The Worst Earthquake in New Zealand History

Tuesday, 12 September 1893
Wellington, New Zealand

Today I visited the historic Basin Reserve Cricket Grounds dating back to 1866. Imagine my luck when I found a game starting. By the small size of the crowd of spectators this was obviously not an important match, but cricket is cricket.

Basin Reserve Cricket Grounds as it appears in 1893
I was sitting next to an elderly chap who turned out to be quite talkative. I love these sort of people and let them talk and record what they say. They are treasure troves of historic information. And I don’t have to worry about influencing them since they aren’t interested in what I have to say.

He introduced himself as Charlie Crawford. Said he had come here back in 1850 from Liverpool with his wife, Abigail.

“My word! You must have seen a lot in the building of Wellington.”

“Sure have. Why I remember when this cricket grounds was a lake.”

“A lake? Why did they fill it in? They could have lake a lovely park around it and let people row in it.”

“City didn’t fill it in. Mother Nature did.”

I looked up at Mount Victoria next to the grounds. “A landslide?”

“No, it was the Big One back in 1855. The Wairarapa Earthquake. The biggest ruddy quake to ever hit. Raised the earth up and the lake became a swamp. Before that the city was planning to connect the lake to the harbor with a canal so ships could come in for shipping. Everyone nipped that idea after the quake. Decided to make a cricket grounds instead. They had the inmates over in the jail come and drain it.”

“Land must have raised quite a bit.”

“And how! If you go down to the harbor you’ll see docks that don’t reach the water. The shoreline was raised. The city did get a bonus when the quake drained the nearby swamps and gave us more land.”

“You were in Wellington during the quake?”

“I’ll say. Scariest night of my life. It was the middle of summer, 23 January, a little after nine in the evening. The city had just spent two days celebrating the founding of the town. We were all dead tired. Abigail and I put the children to bed and I was reading to her Dickens while she knitted.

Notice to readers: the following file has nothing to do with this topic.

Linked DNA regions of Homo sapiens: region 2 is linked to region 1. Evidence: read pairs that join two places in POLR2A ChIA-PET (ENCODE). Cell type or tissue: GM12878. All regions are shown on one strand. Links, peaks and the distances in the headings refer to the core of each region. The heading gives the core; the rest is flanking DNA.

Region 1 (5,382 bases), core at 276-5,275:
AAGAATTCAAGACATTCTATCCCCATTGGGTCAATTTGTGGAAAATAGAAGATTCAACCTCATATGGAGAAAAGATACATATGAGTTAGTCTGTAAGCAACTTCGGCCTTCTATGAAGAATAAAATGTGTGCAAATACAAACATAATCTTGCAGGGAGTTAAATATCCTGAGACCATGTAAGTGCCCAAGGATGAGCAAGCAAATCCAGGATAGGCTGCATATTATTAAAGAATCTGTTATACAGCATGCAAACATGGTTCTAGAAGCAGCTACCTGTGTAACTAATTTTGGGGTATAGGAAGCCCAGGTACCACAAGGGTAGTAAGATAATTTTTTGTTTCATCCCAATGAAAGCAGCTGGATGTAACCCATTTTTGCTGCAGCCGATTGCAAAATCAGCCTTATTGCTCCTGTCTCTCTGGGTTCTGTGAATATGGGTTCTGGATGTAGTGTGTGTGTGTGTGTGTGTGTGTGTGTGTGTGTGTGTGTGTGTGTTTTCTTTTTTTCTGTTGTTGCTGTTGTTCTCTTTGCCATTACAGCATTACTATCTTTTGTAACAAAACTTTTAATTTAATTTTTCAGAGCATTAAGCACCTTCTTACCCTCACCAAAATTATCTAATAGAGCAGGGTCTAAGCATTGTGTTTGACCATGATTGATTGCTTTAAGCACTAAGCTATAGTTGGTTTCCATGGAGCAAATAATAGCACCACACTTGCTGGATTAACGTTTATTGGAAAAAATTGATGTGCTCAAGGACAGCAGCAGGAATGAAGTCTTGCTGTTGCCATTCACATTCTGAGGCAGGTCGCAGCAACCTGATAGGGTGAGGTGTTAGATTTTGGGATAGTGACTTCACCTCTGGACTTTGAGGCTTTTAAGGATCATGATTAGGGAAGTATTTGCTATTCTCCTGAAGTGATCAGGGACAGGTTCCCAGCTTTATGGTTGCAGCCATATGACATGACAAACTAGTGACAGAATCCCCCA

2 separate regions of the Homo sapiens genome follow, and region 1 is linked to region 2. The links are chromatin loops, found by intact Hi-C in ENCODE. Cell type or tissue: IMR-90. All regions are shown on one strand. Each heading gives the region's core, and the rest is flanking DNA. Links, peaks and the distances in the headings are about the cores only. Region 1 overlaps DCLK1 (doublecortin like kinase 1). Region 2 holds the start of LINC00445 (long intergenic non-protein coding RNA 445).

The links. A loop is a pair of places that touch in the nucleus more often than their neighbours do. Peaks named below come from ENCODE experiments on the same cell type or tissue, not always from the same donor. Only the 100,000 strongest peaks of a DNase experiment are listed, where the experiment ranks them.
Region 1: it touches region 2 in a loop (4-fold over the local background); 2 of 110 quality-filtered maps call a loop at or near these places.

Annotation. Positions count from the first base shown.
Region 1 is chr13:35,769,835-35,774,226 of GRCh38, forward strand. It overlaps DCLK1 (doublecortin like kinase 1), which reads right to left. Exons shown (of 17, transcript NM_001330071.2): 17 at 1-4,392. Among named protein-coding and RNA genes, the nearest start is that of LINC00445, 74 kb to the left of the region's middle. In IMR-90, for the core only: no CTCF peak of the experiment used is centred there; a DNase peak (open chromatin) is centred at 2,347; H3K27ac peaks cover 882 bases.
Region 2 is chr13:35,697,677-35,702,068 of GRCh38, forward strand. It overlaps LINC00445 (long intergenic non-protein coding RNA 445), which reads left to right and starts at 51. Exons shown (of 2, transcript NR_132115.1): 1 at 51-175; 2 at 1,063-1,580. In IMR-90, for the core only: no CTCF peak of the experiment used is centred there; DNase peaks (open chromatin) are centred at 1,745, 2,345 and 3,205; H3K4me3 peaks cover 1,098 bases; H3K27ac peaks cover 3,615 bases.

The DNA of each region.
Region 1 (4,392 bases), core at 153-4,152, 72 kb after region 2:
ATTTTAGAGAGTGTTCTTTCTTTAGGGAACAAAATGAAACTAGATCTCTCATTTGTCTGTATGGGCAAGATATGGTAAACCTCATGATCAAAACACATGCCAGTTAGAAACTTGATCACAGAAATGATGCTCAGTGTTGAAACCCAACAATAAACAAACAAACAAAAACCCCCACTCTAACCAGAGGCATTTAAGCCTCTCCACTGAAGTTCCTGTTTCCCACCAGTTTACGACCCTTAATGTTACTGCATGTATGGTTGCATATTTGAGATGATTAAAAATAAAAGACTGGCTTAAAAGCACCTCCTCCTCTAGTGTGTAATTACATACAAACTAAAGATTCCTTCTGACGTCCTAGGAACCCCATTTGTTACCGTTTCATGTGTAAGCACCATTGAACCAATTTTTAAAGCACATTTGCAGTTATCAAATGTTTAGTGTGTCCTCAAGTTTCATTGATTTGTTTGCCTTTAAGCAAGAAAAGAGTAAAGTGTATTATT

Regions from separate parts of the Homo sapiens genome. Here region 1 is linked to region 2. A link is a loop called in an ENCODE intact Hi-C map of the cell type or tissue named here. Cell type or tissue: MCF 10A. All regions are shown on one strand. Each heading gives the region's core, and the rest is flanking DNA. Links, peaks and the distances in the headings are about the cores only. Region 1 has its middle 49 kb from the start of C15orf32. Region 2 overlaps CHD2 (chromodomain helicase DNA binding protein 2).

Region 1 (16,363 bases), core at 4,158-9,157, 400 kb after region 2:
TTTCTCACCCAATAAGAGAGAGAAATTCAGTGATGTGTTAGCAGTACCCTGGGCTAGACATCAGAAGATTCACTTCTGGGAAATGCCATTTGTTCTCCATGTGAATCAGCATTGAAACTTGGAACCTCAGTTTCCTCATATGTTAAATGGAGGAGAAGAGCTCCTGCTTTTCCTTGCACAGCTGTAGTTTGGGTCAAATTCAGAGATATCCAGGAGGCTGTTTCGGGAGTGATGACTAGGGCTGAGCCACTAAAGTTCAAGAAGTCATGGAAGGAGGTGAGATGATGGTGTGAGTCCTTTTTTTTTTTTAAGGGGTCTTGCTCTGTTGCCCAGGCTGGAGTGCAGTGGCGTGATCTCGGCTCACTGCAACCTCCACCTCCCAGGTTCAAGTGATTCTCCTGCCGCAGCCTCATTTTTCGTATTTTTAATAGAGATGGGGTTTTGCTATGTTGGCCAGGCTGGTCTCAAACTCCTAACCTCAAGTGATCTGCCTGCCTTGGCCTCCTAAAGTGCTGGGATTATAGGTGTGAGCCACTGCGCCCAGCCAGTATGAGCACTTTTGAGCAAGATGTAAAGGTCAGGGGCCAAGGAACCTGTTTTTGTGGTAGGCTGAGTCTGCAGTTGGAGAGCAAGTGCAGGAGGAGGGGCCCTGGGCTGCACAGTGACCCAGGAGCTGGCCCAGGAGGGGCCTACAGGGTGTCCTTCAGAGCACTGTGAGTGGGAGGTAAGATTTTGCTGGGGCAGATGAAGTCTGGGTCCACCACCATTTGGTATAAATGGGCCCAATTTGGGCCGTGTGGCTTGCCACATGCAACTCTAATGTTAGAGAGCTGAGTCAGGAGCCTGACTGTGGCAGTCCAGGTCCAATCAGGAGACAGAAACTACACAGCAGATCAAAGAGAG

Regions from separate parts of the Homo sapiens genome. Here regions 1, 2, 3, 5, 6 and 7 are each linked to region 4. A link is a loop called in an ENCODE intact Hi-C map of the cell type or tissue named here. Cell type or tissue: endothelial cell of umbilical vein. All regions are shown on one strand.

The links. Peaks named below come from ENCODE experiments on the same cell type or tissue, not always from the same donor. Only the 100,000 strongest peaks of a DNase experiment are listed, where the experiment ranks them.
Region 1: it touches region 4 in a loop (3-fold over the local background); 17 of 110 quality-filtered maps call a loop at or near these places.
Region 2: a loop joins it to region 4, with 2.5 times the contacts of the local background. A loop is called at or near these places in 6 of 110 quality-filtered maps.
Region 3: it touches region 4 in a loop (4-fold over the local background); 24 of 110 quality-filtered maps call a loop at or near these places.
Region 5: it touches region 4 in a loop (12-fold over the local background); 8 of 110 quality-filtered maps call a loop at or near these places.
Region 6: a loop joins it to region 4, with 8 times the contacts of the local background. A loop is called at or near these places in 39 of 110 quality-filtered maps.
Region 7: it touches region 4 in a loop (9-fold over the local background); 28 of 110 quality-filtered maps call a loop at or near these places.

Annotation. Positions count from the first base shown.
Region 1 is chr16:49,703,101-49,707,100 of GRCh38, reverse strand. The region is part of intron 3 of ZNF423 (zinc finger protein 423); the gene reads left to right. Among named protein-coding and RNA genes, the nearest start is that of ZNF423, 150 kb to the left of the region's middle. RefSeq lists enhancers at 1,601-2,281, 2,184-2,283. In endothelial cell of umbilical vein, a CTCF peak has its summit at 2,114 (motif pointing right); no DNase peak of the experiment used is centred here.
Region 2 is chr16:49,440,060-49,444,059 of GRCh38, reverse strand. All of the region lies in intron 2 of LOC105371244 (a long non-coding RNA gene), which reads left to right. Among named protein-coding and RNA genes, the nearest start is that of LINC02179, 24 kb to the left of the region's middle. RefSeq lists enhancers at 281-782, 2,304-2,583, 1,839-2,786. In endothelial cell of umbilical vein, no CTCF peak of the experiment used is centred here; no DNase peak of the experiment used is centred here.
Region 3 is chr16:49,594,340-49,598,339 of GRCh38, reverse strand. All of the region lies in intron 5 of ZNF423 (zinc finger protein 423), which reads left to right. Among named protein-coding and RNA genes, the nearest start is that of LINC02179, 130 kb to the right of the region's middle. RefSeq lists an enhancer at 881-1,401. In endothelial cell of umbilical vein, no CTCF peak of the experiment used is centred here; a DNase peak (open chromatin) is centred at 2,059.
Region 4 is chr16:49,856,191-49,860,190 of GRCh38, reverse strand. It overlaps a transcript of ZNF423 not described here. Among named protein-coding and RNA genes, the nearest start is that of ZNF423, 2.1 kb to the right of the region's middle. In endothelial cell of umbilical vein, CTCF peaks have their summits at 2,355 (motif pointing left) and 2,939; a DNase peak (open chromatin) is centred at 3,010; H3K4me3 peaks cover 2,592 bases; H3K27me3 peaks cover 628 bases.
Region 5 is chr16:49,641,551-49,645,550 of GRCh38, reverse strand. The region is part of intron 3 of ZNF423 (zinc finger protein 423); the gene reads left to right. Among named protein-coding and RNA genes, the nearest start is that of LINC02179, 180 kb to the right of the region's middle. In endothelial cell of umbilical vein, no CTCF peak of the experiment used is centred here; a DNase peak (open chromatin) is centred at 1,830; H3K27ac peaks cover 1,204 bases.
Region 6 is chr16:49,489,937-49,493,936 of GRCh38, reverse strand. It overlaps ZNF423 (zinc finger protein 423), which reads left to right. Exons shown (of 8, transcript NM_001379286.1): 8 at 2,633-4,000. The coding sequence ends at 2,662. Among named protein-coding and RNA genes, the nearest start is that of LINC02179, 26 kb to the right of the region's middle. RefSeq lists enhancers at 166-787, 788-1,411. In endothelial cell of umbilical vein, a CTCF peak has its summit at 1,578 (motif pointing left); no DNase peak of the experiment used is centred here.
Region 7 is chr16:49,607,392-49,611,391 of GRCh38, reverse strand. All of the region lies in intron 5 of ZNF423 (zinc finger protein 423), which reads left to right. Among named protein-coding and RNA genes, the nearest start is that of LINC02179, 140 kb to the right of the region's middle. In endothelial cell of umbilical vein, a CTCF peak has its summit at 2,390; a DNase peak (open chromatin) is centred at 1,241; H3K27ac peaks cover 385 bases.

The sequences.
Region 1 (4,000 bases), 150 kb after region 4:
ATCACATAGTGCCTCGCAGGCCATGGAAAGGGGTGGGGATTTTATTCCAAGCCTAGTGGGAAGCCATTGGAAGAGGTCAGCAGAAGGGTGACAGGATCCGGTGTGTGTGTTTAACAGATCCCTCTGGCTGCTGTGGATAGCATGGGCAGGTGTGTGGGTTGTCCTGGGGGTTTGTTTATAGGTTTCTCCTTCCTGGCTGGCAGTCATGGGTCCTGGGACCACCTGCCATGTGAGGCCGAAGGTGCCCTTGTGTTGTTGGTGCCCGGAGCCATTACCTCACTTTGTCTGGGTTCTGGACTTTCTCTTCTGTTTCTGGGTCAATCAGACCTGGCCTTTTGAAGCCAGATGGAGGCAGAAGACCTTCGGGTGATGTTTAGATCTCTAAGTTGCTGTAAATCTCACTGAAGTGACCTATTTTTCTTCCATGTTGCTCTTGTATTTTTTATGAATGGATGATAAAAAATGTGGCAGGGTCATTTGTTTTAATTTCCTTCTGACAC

“All of a sudden the house began to move like waves on the sea. Pictures came hopping off the walls. Our chairs overturned and the chimney came through the roof! Abigail screamed, poor dear. They say it only lasted fifty seconds, but it seemed like hours. I crawled over to the missus. She was all right, just terrified. Then we heard the kids crying. Abigail forgot her fear and we both ran for their rooms. Thank the All-Mighty Lord, children were fine. Then the house shook again.”

“I yelled at Abigail to get her and the children out of the house. We didn’t need it crashing down on us. We grabbed blankets and tots, and ran outside into the street. We weren’t the only ones there. All our neighbors looked liked the devil himself was chasing them. All the chimneys I could see had come down. One neighbors house had come right off the foundation.

Wellington's shoreline about 1860
that beach was not there before the 1855 earthquake
“We all spent the night, huddled in the street. About the time we figured it was over, another aftershock would come. Newspaper reported over 200 in eleven hours! Forty homes collapsed. At least we weren’t down by the shore. When the shoreline raised all that water had to go somewhere. Houses down there had three feet of water in them. There were lots of landslides all around us. Biggest one was in the Hutt Valley. They say the quake measured 8.2 on the Richter Scale.”

Watercolour by Charles Emilius Gold,
shows a landslide left by the 1855 quake at the Hutt Valley.
I recalled lesser New Zealand quakes where hundreds had died. The 2011 Christchurch Earthquake was 6.3 with 166 dead. The 1931 Hawke’s Bay Earthquake was 7.8 and took 258. What would a quake of 8.2 magnitude do? “I hesitate to ask, but what was the death toll?”



“In Wellington anyway. Took Baron Alzdorf, one of our pioneers. Had one of the few brick buildings at the time. Collapsed on the poor fellow. Now I heard a house in the nearby village of Wairarapa fell in and killed some poor Maori family, so the total really might be five, maybe eight.”

“Was Wellington that small?”

“There were 6,000 people here at the time.”

“And only a handful of casualties? My word! You were lucky.”

“Don’t think I don’t know that.”

“What of the aftermath? With all the homeless desperate people, you must have had a lot of looting.”

“None of that, sir. We all took care of each other. Even the ships at anchor were offering shelter to the homeless or those to nervous to go back into their houses. Made me proud of this town, let me tell you.”

“I guess that explains why there are so few brick buildings in Wellington.” In the Victorian Age, it seems every town I visit had a horrible fire and rebuilt in brick or stone.

“Yes, sir. Wellington might be afraid of fire, but we’re more afraid of earthquakes.”

I looked out over the peaceful scene of lads playing cricket, with the city in the background, trying to imagine that horrific night. I’m still amazed that much devastation took so few lives.

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